He died at his home in Manhattan after a short illness, the magazine said.
Mr Silvers co-edited the bi-weekly with Barbara Epstein from its inception in 1963.
It regularly featured contributions from great writers and polemicists like Gore Vidal, Norman Mailer, WH Auden and more recently Zadie Smith.
In a tweet on Monday The New York Review of Books (NYRB) wrote: “With great sadness we must announce that Robert B. Silvers, founding editor of The New York Review, died this morning after a short illness.”
It provided no further details, and is yet to announce a successor.
Mr Silvers had served as sole editor of the NYRB after fellow founder Epstein died in 2006.
By the end of his long and storied life, he had become a landmark of the New York literary scene.
“Ambitious novelists would hope to see him at their book launches, his genial presence often viewed as conferring acceptance into an exclusive club,” says the BBC’s Nick Bryant in New York.
However, the magazine was not without its critics. Writer Tom Wolfe mocked it as “the chief theoretical organ of Radical Chic”.
The magazine also features articles on culture, economics, science and current affairs.
Event: Review 90: Latin America and the Technological Imaginary in the Digital Age, to be held at Americas Society (of which Interlitq is a Collaborating Institution) in NYC, on 14 May, 2015 at 7pm:
Admission: Free for Americas Society and Young Professionals of the Americas (YPA) members; $10 for non-members. No additional fees will be charged when purchasing online. Not yet an AS Member? Join now!
Special Offer: Join (or upgrade to) the Sustaining level ($250/year), Contributing level ($500/year), or Donor level ($1,000/year) by May 13 and receive a complimentary copy of Review 90 on the day of the program. Click here to join or upgrade now. Questions? Contact us at firstname.lastname@example.org.
Celebrate the launch of Review 90, featuring comments by the issue’s guest editors, cultural critics Naief Yehya and Mark Dery; and readings by contributing authors: Christopher Brown, Claudia Costa Pederson, Teresa López-Pellisa (with interpretation by Charlotte Whittle), Mauricio Montiel, William Nericcio, and Pepe Rojo. In association with Routledge/Taylor & Francis, which publishes Review on behalf of the Americas Society. With the additional collaboration of the Mexican Cultural Institute of New York.
We thank the following additional institutions for helping publicize this event: the Center for Puerto Rican Studies, CUNY; Columbia University; the Consulate General of Argentina in New York; the Consulate General of Colombia in New York; the CUNY Dominican Studies Institute; the Hispanic New York Project; Hunter College, CUNY; Instituto Cervantes New York; InterAmericas®; The International Literary Quarterly; McNally Jackson Books; the Mexican Cultural Institute of New York; New York University; The Poetry Project at St. Mark’s Church; The 92Y Unterberg Poetry Center; and Words Without Borders.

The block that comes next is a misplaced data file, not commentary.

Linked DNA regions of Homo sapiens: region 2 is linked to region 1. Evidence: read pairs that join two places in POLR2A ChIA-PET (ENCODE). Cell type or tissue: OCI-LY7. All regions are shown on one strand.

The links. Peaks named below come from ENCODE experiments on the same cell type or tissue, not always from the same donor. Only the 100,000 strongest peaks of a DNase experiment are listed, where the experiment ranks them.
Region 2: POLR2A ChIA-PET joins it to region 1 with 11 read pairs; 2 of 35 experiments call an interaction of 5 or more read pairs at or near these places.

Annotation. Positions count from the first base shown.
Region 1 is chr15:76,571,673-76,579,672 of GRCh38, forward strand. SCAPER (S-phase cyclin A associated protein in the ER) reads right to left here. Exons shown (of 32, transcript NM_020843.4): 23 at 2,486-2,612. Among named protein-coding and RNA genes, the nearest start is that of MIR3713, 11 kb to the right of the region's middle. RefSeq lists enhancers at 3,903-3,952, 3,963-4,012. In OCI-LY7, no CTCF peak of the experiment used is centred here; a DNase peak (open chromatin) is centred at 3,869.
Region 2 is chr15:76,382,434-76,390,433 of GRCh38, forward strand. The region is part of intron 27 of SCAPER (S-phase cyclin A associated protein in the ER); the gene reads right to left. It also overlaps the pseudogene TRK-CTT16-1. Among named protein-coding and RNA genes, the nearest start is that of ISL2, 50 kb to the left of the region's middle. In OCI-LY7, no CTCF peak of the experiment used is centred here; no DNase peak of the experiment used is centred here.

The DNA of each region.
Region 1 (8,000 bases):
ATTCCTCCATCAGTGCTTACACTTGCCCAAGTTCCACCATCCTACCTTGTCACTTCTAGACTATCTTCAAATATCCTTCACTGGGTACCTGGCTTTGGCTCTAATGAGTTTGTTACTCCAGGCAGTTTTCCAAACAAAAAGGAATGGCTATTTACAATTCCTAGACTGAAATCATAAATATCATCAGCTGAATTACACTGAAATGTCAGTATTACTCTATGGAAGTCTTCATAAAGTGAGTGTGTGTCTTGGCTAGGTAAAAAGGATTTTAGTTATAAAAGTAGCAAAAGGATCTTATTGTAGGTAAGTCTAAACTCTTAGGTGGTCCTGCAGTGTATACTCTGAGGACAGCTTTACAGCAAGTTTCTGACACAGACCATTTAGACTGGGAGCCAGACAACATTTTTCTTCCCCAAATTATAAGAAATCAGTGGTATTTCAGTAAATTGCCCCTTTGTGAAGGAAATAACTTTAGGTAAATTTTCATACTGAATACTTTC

This event will be held in English.
Review 90 (Spring 2016; Latin America and the Technological Imaginary in the Digital Age), guest-edited by cultural critics Mark Dery and Naief Yehya, addresses technology’s impact on creative expression, particularly in an age where collective society is experiencing unprecedented, often violent, change, when an interdisciplinary approach to the world is paramount, where boundaries are breaking down, new paradigms are emerging, and culture and technology intersect in new and previously unimagined combinations. In their respective selections of academic essays and creative texts, Dery and Yehya and their contributors consider the dissolving of boundaries and reconfigured interrelationships between discourses, considering new possibilities for creative production, where what we know as culture—writing, art, music, design—intersects with science, technology, engineering, and even politics and public policy. The contents of this issue, by a plethora of cutting-edge writers and scholars, explore the topic of the border as well as innovations in pop music, contemporary bio-art, burgeoning forms of digital writing, gender boundaries and representations, science fiction, and the often fine line between human and artificial life—all in relation to cyberculture as manifested in both the United States and Latin America (in countries such as Chile, Colombia, and Mexico). In addition to the participants in this launch, the issue includes essays, fiction, and other texts by Alberto Bisama, Bruno Bartra, Alberto Chimal, Liliana Colanzi, Rodrigo Fresán, Belén Gache, Fran Ilich, Wayne Marshall, Eden Medina, Edmundo Paz Soldán, Diego Trelles Paz, and Rafael Toriz. The Features section showcases pieces marking Adolfo Bioy Casares’s centenary and Nicanor Parra’s 100th birthday and a conversation between Colombian novelist Juan Gabriel Vásquez and American novelist Jess Row. Book reviews cover new titles in translation by Leopoldo Marechal, Sor Juana Inés de la Cruz, Valeria Luiselli, Gustavo Pérez Firmat, Andrés Neuman, Mylene Fernández-Pintado, and others.